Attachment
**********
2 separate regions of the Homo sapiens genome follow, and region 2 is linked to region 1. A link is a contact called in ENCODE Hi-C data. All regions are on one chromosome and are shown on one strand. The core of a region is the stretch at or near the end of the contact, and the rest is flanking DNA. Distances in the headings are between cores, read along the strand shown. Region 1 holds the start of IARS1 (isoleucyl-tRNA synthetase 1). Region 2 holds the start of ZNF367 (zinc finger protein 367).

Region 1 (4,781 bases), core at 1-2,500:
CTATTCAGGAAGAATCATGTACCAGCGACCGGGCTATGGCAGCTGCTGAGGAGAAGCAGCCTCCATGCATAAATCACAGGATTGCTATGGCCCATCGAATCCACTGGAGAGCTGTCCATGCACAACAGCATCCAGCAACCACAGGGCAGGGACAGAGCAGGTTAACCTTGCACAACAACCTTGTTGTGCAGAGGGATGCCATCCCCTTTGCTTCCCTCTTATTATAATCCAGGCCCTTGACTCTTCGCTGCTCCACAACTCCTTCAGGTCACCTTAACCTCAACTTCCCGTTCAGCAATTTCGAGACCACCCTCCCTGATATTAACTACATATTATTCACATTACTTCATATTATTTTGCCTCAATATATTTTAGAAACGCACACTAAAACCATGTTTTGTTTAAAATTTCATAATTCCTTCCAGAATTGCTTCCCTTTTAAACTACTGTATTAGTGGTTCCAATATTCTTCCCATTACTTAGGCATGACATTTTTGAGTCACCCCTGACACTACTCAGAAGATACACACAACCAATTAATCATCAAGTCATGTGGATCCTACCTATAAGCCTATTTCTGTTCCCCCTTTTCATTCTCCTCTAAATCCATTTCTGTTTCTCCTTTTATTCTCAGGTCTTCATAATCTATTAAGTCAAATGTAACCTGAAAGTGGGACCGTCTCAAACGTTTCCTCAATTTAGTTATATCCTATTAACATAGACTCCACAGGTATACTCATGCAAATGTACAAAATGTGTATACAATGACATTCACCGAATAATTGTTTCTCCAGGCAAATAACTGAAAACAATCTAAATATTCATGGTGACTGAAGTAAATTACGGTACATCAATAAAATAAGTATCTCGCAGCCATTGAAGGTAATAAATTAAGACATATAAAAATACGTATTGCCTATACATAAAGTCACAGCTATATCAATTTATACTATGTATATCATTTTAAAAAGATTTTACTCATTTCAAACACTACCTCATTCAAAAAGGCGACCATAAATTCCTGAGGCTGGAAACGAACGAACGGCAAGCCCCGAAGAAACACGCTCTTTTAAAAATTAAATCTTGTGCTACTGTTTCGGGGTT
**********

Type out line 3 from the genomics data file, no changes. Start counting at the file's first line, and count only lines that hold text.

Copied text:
CTATTCAGGAAGAATCATGTACCAGCGACCGGGCTATGGCAGCTGCTGAGGAGAAGCAGCCTCCATGCATAAATCACAGGATTGCTATGGCCCATCGAATCCACTGGAGAGCTGTCCATGCACAACAGCATCCAGCAACCACAGGGCAGGGACAGAGCAGGTTAACCTTGCACAACAACCTTGTTGTGCAGAGGGATGCCATCCCCTTTGCTTCCCTCTTATTATAATCCAGGCCCTTGACTCTTCGCTGCTCCACAACTCCTTCAGGTCACCTTAACCTCAACTTCCCGTTCAGCAATTTCGAGACCACCCTCCCTGATATTAACTACATATTATTCACATTACTTCATATTATTTTGCCTCAATATATTTTAGAAACGCACACTAAAACCATGTTTTGTTTAAAATTTCATAATTCCTTCCAGAATTGCTTCCCTTTTAAACTACTGTATTAGTGGTTCCAATATTCTTCCCATTACTTAGGCATGACATTTTTGAGTCACCCCTGACACTACTCAGAAGATACACACAACCAATTAATCATCAAGTCATGTGGATCCTACCTATAAGCCTATTTCTGTTCCCCCTTTTCATTCTCCTCTAAATCCATTTCTGTTTCTCCTTTTATTCTCAGGTCTTCATAATCTATTAAGTCAAATGTAACCTGAAAGTGGGACCGTCTCAAACGTTTCCTCAATTTAGTTATATCCTATTAACATAGACTCCACAGGTATACTCATGCAAATGTACAAAATGTGTATACAATGACATTCACCGAATAATTGTTTCTCCAGGCAAATAACTGAAAACAATCTAAATATTCATGGTGACTGAAGTAAATTACGGTACATCAATAAAATAAGTATCTCGCAGCCATTGAAGGTAATAAATTAAGACATATAAAAATACGTATTGCCTATACATAAAGTCACAGCTATATCAATTTATACTATGTATATCATTTTAAAAAGATTTTACTCATTTCAAACACTACCTCATTCAAAAAGGCGACCATAAATTCCTGAGGCTGGAAACGAACGAACGGCAAGCCCCGAAGAAACACGCTCTTTTAAAAATTAAATCTTGTGCTACTGTTTCGGGGTT